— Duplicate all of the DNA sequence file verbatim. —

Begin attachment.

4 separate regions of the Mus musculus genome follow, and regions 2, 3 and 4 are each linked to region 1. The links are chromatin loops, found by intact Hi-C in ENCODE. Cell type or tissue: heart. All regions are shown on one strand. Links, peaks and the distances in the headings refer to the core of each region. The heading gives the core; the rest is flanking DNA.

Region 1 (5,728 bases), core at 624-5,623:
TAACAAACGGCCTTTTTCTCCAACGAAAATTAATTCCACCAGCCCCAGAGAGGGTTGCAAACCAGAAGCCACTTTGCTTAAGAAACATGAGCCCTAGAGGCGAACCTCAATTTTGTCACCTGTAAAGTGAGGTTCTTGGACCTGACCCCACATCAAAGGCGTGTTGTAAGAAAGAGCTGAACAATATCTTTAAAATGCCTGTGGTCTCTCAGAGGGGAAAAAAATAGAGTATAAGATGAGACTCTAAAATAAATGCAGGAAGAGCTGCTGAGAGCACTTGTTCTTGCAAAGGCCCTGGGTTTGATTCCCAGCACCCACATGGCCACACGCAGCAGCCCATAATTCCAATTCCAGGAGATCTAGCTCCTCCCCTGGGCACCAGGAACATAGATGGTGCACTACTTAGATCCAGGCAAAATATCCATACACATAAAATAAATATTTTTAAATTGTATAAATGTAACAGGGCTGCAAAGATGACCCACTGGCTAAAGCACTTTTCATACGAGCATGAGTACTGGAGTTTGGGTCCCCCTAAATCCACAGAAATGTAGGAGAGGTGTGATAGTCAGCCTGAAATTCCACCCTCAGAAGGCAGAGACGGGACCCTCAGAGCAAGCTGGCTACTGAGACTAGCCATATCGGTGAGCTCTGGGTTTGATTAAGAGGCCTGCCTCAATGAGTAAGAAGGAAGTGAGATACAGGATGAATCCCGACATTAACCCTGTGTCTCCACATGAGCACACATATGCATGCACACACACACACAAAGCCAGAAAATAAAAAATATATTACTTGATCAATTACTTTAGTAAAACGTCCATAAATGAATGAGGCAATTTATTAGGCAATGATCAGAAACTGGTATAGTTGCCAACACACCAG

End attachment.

4 separate regions of the Mus musculus genome follow, and regions 2, 3 and 4 are each linked to region 1. The links are chromatin loops, found by intact Hi-C in ENCODE. Cell type or tissue: heart. All regions are shown on one strand. Links, peaks and the distances in the headings refer to the core of each region. The heading gives the core; the rest is flanking DNA.

Region 1 (5,728 bases), core at 624-5,623:
TAACAAACGGCCTTTTTCTCCAACGAAAATTAATTCCACCAGCCCCAGAGAGGGTTGCAAACCAGAAGCCACTTTGCTTAAGAAACATGAGCCCTAGAGGCGAACCTCAATTTTGTCACCTGTAAAGTGAGGTTCTTGGACCTGACCCCACATCAAAGGCGTGTTGTAAGAAAGAGCTGAACAATATCTTTAAAATGCCTGTGGTCTCTCAGAGGGGAAAAAAATAGAGTATAAGATGAGACTCTAAAATAAATGCAGGAAGAGCTGCTGAGAGCACTTGTTCTTGCAAAGGCCCTGGGTTTGATTCCCAGCACCCACATGGCCACACGCAGCAGCCCATAATTCCAATTCCAGGAGATCTAGCTCCTCCCCTGGGCACCAGGAACATAGATGGTGCACTACTTAGATCCAGGCAAAATATCCATACACATAAAATAAATATTTTTAAATTGTATAAATGTAACAGGGCTGCAAAGATGACCCACTGGCTAAAGCACTTTTCATACGAGCATGAGTACTGGAGTTTGGGTCCCCCTAAATCCACAGAAATGTAGGAGAGGTGTGATAGTCAGCCTGAAATTCCACCCTCAGAAGGCAGAGACGGGACCCTCAGAGCAAGCTGGCTACTGAGACTAGCCATATCGGTGAGCTCTGGGTTTGATTAAGAGGCCTGCCTCAATGAGTAAGAAGGAAGTGAGATACAGGATGAATCCCGACATTAACCCTGTGTCTCCACATGAGCACACATATGCATGCACACACACACACAAAGCCAGAAAATAAAAAATATATTACTTGATCAATTACTTTAGTAAAACGTCCATAAATGAATGAGGCAATTTATTAGGCAATGATCAGAAACTGGTATAGTTGCCAACACACCAG